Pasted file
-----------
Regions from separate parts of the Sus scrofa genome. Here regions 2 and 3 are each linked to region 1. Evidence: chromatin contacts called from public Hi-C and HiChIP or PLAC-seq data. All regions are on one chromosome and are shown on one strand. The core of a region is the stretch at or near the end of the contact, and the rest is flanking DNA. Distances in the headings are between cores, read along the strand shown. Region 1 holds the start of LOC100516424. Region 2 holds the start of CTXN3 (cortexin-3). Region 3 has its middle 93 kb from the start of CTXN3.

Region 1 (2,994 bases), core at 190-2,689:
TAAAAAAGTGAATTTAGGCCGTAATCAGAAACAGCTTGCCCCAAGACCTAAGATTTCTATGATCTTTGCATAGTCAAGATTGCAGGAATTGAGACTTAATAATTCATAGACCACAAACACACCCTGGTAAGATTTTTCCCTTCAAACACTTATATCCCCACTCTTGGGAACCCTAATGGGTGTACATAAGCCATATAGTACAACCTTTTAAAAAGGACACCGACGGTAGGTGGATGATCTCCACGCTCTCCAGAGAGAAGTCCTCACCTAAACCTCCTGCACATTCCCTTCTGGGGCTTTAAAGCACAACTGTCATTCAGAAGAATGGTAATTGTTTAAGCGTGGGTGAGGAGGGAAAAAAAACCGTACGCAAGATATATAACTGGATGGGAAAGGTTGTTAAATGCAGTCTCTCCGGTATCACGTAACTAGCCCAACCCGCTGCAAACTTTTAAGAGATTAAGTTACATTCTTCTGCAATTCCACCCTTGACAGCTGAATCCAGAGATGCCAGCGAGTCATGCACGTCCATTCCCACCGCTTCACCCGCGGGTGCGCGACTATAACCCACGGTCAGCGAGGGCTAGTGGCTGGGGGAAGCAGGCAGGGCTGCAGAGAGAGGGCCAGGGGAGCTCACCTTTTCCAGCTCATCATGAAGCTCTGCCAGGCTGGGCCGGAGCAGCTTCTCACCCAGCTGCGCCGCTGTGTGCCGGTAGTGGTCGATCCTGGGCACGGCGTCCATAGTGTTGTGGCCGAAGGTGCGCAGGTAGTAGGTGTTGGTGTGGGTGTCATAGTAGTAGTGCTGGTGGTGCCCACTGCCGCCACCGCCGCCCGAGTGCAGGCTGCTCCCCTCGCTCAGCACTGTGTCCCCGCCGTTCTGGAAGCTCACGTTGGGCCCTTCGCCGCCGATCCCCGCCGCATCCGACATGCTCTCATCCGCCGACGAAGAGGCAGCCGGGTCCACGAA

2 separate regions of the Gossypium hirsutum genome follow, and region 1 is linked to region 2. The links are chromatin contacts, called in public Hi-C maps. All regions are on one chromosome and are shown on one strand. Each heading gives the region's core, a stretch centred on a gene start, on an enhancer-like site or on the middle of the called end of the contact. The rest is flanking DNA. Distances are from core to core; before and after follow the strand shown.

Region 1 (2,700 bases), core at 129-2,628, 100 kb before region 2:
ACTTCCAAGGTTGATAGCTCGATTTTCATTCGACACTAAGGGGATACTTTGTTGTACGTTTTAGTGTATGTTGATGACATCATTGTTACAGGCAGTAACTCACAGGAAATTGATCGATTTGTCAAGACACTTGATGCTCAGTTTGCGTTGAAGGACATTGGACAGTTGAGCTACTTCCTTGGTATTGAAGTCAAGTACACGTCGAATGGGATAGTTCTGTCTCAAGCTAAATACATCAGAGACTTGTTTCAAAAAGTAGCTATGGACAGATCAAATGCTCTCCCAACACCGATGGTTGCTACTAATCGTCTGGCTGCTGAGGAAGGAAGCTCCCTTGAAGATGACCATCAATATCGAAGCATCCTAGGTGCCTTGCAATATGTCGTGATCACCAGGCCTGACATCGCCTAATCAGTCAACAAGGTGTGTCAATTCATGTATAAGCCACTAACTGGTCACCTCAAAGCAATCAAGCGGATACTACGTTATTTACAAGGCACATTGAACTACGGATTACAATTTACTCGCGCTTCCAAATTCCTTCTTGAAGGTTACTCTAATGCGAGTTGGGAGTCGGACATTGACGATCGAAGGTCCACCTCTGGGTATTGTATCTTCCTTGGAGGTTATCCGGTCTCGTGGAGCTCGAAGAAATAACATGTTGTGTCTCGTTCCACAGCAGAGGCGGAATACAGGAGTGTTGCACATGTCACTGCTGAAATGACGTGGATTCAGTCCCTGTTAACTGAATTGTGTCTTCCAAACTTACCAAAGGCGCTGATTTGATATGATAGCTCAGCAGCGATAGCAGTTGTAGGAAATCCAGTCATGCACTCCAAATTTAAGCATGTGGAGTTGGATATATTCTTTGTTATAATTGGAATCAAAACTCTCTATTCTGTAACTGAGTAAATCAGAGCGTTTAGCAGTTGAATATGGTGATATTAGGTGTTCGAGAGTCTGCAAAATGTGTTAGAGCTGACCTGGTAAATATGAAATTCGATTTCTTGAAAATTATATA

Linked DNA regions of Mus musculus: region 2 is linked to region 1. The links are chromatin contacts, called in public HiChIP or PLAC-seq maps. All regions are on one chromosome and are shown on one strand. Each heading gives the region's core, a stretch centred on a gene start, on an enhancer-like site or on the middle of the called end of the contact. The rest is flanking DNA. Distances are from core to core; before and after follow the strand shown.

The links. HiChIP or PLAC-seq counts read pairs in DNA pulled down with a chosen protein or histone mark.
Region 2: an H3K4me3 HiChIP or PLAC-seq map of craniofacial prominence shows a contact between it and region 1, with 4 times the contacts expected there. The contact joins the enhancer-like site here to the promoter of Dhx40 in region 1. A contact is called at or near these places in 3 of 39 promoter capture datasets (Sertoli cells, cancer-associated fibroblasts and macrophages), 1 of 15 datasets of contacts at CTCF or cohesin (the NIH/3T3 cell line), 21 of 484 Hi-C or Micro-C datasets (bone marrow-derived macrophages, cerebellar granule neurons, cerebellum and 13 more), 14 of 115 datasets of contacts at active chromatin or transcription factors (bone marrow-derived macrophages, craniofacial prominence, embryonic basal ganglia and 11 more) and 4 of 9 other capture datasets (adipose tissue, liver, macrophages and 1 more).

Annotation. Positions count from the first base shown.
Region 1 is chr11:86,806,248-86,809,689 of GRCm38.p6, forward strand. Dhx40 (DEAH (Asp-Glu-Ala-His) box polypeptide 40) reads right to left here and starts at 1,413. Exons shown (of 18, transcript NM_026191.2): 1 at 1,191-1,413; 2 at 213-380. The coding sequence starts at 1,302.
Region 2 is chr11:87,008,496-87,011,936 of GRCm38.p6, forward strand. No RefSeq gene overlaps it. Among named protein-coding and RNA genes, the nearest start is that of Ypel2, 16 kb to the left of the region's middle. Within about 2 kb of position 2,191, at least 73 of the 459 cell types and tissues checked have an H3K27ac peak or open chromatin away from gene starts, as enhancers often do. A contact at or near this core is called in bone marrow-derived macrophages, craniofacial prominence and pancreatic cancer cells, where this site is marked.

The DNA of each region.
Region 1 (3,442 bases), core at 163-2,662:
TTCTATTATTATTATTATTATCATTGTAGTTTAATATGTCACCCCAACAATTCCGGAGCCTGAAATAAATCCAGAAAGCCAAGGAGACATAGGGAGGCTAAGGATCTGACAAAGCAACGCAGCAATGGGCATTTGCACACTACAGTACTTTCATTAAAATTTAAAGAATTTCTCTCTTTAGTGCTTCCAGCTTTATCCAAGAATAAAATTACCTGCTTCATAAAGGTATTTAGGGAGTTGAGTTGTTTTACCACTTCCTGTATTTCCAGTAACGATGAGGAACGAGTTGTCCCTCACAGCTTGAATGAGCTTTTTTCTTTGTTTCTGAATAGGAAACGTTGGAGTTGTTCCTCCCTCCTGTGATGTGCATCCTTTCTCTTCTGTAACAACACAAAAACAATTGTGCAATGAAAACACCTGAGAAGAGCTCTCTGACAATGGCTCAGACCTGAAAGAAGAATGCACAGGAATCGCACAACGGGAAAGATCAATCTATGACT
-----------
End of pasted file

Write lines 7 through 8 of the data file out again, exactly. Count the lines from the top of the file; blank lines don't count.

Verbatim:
Linked DNA regions of Mus musculus: region 2 is linked to region 1. The links are chromatin contacts, called in public HiChIP or PLAC-seq maps. All regions are on one chromosome and are shown on one strand. Each heading gives the region's core, a stretch centred on a gene start, on an enhancer-like site or on the middle of the called end of the contact. The rest is flanking DNA. Distances are from core to core; before and after follow the strand shown.

The links. HiChIP or PLAC-seq counts read pairs in DNA pulled down with a chosen protein or histone mark.